By Cam Lucadou-Wells
WRITING an essay on Anzac Day seemed a bit bland for Fountain Gate Secondary College student Jacob Eisho.
Instead, Jacob, 15, of Doveton, took a creative path to winning one of 20 Premier’s Spirit of Anzac prizes by writing a powerful story on World War I from the point-of-view of a serviceman’s teenage son.
Jacob’s own father Peyos was a 30-year-old conscript submarine engineer in the Iraqi navy during the First Gulf War.
In 1991, he escaped by foot to Turkey and soon successfully re-settled in Australia.
Though Mr Eisho wasn’t on the frontline, there was a close call when his submarine came under torpedo attack from an enemy submarine.
The crew turned off the engines to avoid detection as they felt the explosions close by.
In his story My Dad, Jacob describes a family’s shock when their dad returns home from Gallipoli with part of his right leg amputated.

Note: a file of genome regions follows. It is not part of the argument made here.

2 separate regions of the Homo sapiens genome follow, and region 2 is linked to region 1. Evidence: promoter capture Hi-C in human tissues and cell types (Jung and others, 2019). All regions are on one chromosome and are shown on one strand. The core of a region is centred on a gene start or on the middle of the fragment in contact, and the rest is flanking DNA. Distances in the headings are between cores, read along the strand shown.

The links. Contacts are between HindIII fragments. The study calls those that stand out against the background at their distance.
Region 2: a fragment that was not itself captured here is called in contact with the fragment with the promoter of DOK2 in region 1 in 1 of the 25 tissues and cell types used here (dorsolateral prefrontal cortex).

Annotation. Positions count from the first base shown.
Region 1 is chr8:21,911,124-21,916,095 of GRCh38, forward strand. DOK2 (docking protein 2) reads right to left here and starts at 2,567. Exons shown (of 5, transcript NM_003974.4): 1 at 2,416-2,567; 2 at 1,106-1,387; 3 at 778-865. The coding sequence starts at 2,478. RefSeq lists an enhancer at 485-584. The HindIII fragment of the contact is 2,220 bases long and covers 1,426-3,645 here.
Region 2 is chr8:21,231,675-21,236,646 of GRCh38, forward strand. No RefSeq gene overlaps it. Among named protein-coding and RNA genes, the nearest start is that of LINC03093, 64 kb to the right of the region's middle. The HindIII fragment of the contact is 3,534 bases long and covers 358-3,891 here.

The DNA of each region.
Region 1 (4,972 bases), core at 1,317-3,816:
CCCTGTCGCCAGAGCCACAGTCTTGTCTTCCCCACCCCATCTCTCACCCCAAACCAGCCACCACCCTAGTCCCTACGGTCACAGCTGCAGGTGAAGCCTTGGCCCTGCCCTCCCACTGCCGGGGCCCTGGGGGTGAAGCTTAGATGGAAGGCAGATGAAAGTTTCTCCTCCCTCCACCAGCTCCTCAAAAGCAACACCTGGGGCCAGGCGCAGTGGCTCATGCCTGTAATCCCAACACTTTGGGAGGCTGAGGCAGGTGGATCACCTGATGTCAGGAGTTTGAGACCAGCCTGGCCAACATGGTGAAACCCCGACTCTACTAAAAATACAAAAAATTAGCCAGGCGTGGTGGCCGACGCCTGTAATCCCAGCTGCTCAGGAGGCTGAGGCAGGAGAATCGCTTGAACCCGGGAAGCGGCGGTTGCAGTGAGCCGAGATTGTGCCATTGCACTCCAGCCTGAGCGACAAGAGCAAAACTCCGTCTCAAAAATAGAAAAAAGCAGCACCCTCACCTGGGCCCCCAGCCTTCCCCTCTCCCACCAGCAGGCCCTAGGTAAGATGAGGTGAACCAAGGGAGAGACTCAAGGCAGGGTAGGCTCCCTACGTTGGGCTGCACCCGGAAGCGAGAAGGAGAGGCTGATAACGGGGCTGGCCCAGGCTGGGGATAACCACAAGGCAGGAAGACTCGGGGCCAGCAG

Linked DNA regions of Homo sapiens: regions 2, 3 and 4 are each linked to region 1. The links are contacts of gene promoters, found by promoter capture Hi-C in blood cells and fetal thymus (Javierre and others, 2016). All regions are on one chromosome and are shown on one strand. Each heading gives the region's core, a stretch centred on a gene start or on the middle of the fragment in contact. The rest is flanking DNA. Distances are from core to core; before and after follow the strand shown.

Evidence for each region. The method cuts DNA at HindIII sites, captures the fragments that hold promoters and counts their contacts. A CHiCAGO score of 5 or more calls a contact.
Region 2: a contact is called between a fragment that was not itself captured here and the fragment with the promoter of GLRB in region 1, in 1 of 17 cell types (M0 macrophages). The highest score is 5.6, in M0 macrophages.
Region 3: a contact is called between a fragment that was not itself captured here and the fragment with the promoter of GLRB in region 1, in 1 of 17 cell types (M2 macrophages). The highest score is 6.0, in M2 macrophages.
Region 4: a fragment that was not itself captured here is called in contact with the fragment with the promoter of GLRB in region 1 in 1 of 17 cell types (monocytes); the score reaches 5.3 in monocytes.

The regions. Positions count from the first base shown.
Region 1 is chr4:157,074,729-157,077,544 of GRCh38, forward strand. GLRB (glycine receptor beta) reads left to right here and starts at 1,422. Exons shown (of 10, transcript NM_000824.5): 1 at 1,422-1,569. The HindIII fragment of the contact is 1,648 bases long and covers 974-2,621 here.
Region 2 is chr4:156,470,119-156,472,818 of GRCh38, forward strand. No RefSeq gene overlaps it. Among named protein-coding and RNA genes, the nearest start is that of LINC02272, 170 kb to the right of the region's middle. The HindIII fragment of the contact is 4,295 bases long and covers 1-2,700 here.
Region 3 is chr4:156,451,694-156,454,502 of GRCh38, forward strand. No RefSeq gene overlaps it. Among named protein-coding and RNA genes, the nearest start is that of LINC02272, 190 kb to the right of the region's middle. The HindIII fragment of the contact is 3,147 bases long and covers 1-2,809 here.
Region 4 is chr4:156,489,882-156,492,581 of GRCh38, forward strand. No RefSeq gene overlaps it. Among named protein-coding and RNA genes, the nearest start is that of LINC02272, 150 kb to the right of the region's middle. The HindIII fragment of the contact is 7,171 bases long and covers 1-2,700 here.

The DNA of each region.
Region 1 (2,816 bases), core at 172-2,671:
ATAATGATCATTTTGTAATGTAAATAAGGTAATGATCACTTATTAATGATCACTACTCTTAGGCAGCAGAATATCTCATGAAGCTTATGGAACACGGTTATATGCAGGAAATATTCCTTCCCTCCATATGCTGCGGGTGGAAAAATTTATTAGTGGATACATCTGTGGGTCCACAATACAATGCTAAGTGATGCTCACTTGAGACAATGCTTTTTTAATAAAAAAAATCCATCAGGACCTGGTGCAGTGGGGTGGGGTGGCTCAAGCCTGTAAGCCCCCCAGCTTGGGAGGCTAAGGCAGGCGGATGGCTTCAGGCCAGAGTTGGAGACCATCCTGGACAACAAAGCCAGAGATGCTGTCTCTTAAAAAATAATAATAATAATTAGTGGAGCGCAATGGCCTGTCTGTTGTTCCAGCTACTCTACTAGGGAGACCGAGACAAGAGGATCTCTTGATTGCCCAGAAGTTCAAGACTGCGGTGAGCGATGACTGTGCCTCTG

They had already bought the ex-serviceman a box of shoes as a welcome-home gift.
The father puts on the left shoe and says: “Fits perfectly! Now to see if we can refund the other one … ”
His son inspires himself to follow his dad’s courageous attitude, to “stay strong and don’t give into fear – whatever the future may hold.
“The moment you get scared and give up is the moment you lose.”
Jacob tells Star News he enjoyed putting himself into the shoes of characters in the distant past.
“I don’t think of myself as being creative but I had inspiration from my dad.”
As part of his State Government-funded prize, he and 19 other Victorian students will go on a study tour in Canberra mid-year.
They will visit institutions such as Parliament House, the Museum of Australian Democracy, the National Archives of Australia and the Australian Defence Force Academy to learn more about the service of the nation’s veterans.
Dandenong MP Gabrielle Williams congratulated Jacob on his fine entry.
She said the competition was a chance for the community to “understand first-hand the decisive moments that shaped our nation.”
Meanwhile, Jacob has plans to chronicle his father’s life in Iraq in a journal.
“Us teenagers get it easy,” he says. “Everything is there for us.
“For people through the generations before, it was harder to get ahead.”